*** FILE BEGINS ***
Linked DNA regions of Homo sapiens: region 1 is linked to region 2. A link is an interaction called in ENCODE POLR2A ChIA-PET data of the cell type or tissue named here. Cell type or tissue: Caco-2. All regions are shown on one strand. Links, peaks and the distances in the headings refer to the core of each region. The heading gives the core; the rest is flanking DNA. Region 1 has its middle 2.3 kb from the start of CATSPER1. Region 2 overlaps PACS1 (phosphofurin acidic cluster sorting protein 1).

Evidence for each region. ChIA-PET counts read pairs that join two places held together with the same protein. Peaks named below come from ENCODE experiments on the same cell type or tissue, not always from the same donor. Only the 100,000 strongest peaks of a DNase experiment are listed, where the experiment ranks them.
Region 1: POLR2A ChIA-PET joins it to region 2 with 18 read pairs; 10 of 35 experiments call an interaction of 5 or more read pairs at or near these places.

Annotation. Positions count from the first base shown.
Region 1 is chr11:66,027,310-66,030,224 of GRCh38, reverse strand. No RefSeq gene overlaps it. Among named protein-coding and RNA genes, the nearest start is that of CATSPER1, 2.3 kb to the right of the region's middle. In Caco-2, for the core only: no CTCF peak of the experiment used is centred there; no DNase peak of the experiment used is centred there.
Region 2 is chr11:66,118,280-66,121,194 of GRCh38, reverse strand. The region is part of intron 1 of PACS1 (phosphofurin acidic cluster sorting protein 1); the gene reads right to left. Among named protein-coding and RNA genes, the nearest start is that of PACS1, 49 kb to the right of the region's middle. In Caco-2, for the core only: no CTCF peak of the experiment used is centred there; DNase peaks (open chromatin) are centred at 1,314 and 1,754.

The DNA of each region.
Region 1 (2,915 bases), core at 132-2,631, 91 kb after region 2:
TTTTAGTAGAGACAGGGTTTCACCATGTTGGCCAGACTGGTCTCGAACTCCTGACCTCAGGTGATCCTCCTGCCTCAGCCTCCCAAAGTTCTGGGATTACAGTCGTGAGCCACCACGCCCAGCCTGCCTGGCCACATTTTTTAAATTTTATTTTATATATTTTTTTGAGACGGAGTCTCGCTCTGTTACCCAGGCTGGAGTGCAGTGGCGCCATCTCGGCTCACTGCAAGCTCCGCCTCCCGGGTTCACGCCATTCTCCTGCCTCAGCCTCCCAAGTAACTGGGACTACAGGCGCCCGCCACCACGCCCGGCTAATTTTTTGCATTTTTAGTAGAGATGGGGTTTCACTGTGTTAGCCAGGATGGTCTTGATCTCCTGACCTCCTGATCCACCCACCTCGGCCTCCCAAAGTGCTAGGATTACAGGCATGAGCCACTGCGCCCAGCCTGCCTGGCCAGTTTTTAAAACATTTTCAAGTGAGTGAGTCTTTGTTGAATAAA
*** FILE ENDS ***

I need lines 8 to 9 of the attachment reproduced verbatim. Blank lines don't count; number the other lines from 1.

Region 1 (2,915 bases), core at 132-2,631, 91 kb after region 2:
TTTTAGTAGAGACAGGGTTTCACCATGTTGGCCAGACTGGTCTCGAACTCCTGACCTCAGGTGATCCTCCTGCCTCAGCCTCCCAAAGTTCTGGGATTACAGTCGTGAGCCACCACGCCCAGCCTGCCTGGCCACATTTTTTAAATTTTATTTTATATATTTTTTTGAGACGGAGTCTCGCTCTGTTACCCAGGCTGGAGTGCAGTGGCGCCATCTCGGCTCACTGCAAGCTCCGCCTCCCGGGTTCACGCCATTCTCCTGCCTCAGCCTCCCAAGTAACTGGGACTACAGGCGCCCGCCACCACGCCCGGCTAATTTTTTGCATTTTTAGTAGAGATGGGGTTTCACTGTGTTAGCCAGGATGGTCTTGATCTCCTGACCTCCTGATCCACCCACCTCGGCCTCCCAAAGTGCTAGGATTACAGGCATGAGCCACTGCGCCCAGCCTGCCTGGCCAGTTTTTAAAACATTTTCAAGTGAGTGAGTCTTTGTTGAATAAA